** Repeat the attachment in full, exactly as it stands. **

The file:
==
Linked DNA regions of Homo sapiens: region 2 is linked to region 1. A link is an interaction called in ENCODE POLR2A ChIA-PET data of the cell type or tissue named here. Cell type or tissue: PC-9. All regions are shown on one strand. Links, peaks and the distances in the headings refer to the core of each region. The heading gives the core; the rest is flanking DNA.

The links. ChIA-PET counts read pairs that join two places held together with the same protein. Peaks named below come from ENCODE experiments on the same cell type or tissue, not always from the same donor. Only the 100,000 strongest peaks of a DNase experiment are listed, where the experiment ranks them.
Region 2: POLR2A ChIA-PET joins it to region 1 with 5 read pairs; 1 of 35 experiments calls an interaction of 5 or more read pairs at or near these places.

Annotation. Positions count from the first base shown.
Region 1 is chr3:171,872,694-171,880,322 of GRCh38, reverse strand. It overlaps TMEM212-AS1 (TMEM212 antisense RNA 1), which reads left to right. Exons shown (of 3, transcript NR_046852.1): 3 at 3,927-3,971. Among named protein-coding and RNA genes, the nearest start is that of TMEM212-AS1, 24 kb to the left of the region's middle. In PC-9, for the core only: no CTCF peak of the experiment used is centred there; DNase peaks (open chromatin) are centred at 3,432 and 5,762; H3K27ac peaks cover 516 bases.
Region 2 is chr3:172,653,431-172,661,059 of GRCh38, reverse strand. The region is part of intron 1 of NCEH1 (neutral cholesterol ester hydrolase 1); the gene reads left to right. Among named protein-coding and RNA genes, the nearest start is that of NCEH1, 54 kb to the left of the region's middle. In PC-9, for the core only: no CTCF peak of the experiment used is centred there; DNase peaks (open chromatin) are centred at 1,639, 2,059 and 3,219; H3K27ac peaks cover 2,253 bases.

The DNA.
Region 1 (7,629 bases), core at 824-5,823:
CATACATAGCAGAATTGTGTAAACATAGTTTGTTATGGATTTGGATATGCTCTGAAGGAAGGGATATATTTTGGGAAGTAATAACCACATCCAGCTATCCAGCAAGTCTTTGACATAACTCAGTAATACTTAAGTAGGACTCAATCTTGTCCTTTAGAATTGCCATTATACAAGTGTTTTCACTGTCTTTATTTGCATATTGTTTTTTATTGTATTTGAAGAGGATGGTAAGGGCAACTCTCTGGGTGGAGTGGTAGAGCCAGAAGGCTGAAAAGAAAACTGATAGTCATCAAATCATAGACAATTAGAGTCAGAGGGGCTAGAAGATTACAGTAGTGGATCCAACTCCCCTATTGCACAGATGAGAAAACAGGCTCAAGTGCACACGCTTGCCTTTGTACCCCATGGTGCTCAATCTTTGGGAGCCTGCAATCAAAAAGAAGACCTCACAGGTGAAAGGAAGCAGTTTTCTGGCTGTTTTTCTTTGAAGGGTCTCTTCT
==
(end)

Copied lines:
Linked DNA regions of Homo sapiens: region 2 is linked to region 1. A link is an interaction called in ENCODE POLR2A ChIA-PET data of the cell type or tissue named here. Cell type or tissue: PC-9. All regions are shown on one strand. Links, peaks and the distances in the headings refer to the core of each region. The heading gives the core; the rest is flanking DNA.

The links. ChIA-PET counts read pairs that join two places held together with the same protein. Peaks named below come from ENCODE experiments on the same cell type or tissue, not always from the same donor. Only the 100,000 strongest peaks of a DNase experiment are listed, where the experiment ranks them.
Region 2: POLR2A ChIA-PET joins it to region 1 with 5 read pairs; 1 of 35 experiments calls an interaction of 5 or more read pairs at or near these places.

Annotation. Positions count from the first base shown.
Region 1 is chr3:171,872,694-171,880,322 of GRCh38, reverse strand. It overlaps TMEM212-AS1 (TMEM212 antisense RNA 1), which reads left to right. Exons shown (of 3, transcript NR_046852.1): 3 at 3,927-3,971. Among named protein-coding and RNA genes, the nearest start is that of TMEM212-AS1, 24 kb to the left of the region's middle. In PC-9, for the core only: no CTCF peak of the experiment used is centred there; DNase peaks (open chromatin) are centred at 3,432 and 5,762; H3K27ac peaks cover 516 bases.
Region 2 is chr3:172,653,431-172,661,059 of GRCh38, reverse strand. The region is part of intron 1 of NCEH1 (neutral cholesterol ester hydrolase 1); the gene reads left to right. Among named protein-coding and RNA genes, the nearest start is that of NCEH1, 54 kb to the left of the region's middle. In PC-9, for the core only: no CTCF peak of the experiment used is centred there; DNase peaks (open chromatin) are centred at 1,639, 2,059 and 3,219; H3K27ac peaks cover 2,253 bases.

The DNA.
Region 1 (7,629 bases), core at 824-5,823:
CATACATAGCAGAATTGTGTAAACATAGTTTGTTATGGATTTGGATATGCTCTGAAGGAAGGGATATATTTTGGGAAGTAATAACCACATCCAGCTATCCAGCAAGTCTTTGACATAACTCAGTAATACTTAAGTAGGACTCAATCTTGTCCTTTAGAATTGCCATTATACAAGTGTTTTCACTGTCTTTATTTGCATATTGTTTTTTATTGTATTTGAAGAGGATGGTAAGGGCAACTCTCTGGGTGGAGTGGTAGAGCCAGAAGGCTGAAAAGAAAACTGATAGTCATCAAATCATAGACAATTAGAGTCAGAGGGGCTAGAAGATTACAGTAGTGGATCCAACTCCCCTATTGCACAGATGAGAAAACAGGCTCAAGTGCACACGCTTGCCTTTGTACCCCATGGTGCTCAATCTTTGGGAGCCTGCAATCAAAAAGAAGACCTCACAGGTGAAAGGAAGCAGTTTTCTGGCTGTTTTTCTTTGAAGGGTCTCTTCT